Seasons

I wasn’t planning to get ‘deep’ when I started writing today. I am planning to make a juice today (a lengthy and involved job) and I have a few other errands I need to run, so I was just trying to rattle off a wee entry for the week…but this is what happened. So take it lightly and in stride. I’ll do the same. 🙂

And I’ll close with a quote of Rumi’s, which I love:

Out beyond ideas of wrongdoing
and rightdoing, there is a field.
I’ll meet you there.

Turning The Corner

Equinox

Seasons are shifting. You may have noticed. The equinox is upon is. It is happening today – in about four hours (10:30 PM EDT). Today the sun shines directly over the equator and both day and night are equal length – twin windows of sunshine and moonlight. This turning point happens twice a year – once in March and once in September – falling directly between the solstices. The equinoxes are points of balance between the extremes of light and dark. I often stop to note these shifts and take time to appreciate the great cycle of life forever in motion. I see these moments as opportunities to check in with the quiet still-point which registers these passing phases (as if I needed more excuses for reflection.) As much as I would like to be perfectly still and observe life in effortless balance, I still find myself somewhat caught in the swing of the seasons, trying to piggy-back on its momentum to some deeper plane.

I cannot count the amount of times I have tried to ‘turn the corner’. I have been doing it for years – for as long as I can recall, really. Perhaps not all the way back into early childhood, though I cannot rule it out. My parents may be able to speak to that. I suspect that, to some extent, it is common for all of us to do this. Our recurring urge to ‘turn the corner’ arises as a desire to reset, to start again. OK. Here we go. Clean the slate. This time for real. One more shot. This perpetual impulse to ‘start fresh’ feels closely related to perfectionism (at least that’s how it feels to me). There seems to be some part of us that resists moving forward unless every step behind us has fallen faultlessly, sitting at least somewhat resolved in our rear-view mirrors.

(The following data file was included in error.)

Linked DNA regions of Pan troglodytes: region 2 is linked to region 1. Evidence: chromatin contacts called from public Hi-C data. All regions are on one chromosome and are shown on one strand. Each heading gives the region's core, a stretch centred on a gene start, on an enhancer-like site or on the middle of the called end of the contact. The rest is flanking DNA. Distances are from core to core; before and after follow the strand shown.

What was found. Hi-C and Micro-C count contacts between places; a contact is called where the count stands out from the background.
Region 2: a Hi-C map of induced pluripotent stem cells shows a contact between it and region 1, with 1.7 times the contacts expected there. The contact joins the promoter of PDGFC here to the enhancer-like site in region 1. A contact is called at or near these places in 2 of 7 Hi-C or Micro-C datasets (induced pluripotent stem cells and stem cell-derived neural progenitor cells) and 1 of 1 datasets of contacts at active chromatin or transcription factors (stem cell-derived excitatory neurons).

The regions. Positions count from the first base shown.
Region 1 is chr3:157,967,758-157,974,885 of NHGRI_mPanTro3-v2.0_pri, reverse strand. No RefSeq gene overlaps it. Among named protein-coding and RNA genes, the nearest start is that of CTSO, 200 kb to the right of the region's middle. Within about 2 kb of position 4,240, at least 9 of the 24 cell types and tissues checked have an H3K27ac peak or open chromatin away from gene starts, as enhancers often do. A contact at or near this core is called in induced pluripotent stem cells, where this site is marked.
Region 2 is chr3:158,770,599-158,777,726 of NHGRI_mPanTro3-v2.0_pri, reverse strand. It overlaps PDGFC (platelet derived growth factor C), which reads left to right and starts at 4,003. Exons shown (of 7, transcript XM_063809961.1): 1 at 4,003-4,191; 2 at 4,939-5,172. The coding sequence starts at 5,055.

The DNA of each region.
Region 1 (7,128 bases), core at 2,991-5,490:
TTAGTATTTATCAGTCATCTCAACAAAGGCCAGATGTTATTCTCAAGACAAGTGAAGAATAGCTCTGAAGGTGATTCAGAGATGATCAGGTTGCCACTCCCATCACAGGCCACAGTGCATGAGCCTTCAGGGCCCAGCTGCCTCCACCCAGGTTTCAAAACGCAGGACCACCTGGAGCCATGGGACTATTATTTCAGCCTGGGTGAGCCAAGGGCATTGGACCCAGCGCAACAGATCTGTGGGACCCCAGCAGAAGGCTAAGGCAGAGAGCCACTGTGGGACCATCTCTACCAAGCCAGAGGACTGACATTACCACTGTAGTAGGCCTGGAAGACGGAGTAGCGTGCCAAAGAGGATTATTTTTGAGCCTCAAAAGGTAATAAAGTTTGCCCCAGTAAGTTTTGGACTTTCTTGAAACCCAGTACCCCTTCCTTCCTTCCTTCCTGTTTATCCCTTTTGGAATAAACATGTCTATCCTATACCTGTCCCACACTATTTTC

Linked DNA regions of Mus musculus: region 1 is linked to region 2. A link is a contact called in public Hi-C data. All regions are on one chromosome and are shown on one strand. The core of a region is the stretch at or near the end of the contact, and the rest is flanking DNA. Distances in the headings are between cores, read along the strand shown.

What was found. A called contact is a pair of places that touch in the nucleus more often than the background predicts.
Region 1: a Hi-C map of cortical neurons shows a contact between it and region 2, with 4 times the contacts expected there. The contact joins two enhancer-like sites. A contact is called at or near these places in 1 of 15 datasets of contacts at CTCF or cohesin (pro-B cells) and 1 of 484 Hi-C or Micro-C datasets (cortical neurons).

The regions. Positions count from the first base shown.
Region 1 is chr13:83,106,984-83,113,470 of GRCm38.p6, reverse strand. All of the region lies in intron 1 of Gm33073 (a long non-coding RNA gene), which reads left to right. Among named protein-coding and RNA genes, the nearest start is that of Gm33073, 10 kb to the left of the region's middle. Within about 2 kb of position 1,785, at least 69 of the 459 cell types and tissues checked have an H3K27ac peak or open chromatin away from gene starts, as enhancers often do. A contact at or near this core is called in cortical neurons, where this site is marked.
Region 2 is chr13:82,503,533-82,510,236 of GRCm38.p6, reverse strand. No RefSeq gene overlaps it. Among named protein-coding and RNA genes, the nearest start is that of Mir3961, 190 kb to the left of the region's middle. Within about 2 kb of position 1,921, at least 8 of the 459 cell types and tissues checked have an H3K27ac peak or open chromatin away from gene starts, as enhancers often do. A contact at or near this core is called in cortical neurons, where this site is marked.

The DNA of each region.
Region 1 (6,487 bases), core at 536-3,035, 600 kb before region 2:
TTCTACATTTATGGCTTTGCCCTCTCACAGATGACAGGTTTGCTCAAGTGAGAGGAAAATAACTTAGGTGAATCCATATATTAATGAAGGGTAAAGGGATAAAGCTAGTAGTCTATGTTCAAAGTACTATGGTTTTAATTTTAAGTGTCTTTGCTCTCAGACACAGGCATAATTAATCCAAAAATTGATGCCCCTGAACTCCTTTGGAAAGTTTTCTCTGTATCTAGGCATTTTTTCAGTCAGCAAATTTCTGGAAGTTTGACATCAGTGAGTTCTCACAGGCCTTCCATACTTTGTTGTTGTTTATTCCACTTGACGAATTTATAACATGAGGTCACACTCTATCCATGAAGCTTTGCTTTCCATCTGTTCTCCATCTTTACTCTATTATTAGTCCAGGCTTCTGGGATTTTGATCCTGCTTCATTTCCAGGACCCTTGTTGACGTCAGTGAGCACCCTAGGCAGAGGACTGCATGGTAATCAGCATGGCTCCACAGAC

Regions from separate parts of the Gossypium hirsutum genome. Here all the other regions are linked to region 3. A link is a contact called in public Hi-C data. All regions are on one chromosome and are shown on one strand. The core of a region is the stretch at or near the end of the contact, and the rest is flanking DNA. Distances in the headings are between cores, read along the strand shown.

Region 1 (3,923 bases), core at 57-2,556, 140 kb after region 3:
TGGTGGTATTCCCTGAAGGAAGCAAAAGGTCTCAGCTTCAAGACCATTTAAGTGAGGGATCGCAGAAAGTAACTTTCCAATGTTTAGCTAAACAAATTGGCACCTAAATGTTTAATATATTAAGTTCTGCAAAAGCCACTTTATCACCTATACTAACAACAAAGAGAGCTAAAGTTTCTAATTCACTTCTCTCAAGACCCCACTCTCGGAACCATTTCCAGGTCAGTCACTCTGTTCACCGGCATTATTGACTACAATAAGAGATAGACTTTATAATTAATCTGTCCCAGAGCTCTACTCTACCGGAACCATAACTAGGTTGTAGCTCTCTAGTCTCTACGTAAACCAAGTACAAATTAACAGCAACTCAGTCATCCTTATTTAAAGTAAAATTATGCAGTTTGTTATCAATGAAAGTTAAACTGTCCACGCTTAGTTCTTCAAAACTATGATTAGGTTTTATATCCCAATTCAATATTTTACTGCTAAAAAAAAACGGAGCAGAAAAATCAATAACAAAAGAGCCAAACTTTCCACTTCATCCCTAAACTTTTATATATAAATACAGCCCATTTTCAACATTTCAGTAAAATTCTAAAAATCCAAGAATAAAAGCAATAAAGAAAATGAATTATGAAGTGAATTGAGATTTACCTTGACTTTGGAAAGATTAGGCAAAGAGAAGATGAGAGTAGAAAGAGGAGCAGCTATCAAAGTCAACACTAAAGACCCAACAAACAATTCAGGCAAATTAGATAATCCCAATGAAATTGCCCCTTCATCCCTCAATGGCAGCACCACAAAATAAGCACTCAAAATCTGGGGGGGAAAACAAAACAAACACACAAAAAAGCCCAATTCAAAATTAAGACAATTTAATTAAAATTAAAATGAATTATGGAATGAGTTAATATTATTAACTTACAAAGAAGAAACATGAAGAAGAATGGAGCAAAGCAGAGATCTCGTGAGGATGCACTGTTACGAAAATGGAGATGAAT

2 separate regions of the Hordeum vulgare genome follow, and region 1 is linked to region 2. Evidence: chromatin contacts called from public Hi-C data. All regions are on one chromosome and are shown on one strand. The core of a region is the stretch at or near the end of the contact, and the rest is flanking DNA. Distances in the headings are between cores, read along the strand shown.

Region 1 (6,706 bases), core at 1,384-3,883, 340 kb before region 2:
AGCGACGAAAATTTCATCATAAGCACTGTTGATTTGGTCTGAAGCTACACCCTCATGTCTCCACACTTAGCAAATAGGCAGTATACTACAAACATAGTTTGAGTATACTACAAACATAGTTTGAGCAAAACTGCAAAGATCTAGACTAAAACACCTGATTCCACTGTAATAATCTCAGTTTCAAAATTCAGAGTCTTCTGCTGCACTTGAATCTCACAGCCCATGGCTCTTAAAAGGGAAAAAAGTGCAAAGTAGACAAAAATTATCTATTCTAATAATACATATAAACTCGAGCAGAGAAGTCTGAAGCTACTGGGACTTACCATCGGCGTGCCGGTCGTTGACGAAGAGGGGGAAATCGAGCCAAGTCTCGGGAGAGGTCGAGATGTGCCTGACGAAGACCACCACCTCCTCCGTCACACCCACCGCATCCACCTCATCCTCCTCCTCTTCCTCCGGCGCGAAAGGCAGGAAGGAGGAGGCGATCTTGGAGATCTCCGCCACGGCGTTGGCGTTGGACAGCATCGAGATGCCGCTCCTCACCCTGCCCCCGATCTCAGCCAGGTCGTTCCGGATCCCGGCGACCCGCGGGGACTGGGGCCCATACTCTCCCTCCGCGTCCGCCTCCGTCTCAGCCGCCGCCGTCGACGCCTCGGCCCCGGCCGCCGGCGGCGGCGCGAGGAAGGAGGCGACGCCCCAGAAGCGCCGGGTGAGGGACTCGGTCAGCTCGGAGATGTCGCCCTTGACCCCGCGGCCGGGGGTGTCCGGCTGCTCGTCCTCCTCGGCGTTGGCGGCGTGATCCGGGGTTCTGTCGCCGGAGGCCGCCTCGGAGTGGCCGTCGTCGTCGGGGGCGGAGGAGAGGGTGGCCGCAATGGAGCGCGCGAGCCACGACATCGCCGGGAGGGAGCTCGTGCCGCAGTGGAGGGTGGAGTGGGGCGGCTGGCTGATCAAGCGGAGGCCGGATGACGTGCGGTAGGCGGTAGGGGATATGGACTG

I am hit with this feeling more often than I might like, despite trusting that every step forward is supportive. Even now, only a couple of paragraphs into writing, I have already stopped several times to consider tweaking this word or that bit of punctuation, apparently unable to carry on before feeling ‘satisfied’. I tweaked that last sentence even while discussing the very act, and then again after the fact, several times now – and this one too! This analytical impulse seems to be rooted in the desire for everything to work out ‘just so’, falling into its right place. While I have always appreciated tidiness and symmetry, at times it can become a bit compulsive. I can recall as far back as age six or seven (or whenever our family got Tetris on GameBoy), continually pausing and restarting the game after even the slightest ‘error’ (as judged by the young perfectionist-in-the-making). I wanted to set everything up just right and could not fathom one block being out of place. The same behaviour carried on through Super Mario, Golden Eye and various other games I played, pausing and restarting when any element of the level or my performance displeased me. I wanted to turn the corner and start fresh. It was a pattern that spread into parts of my life far beyond video games.  (Full disclosure – I spent about an hour playing Tetris today – for the first time in years – just at the thought of it…until I turned the corner and got back to my writing.)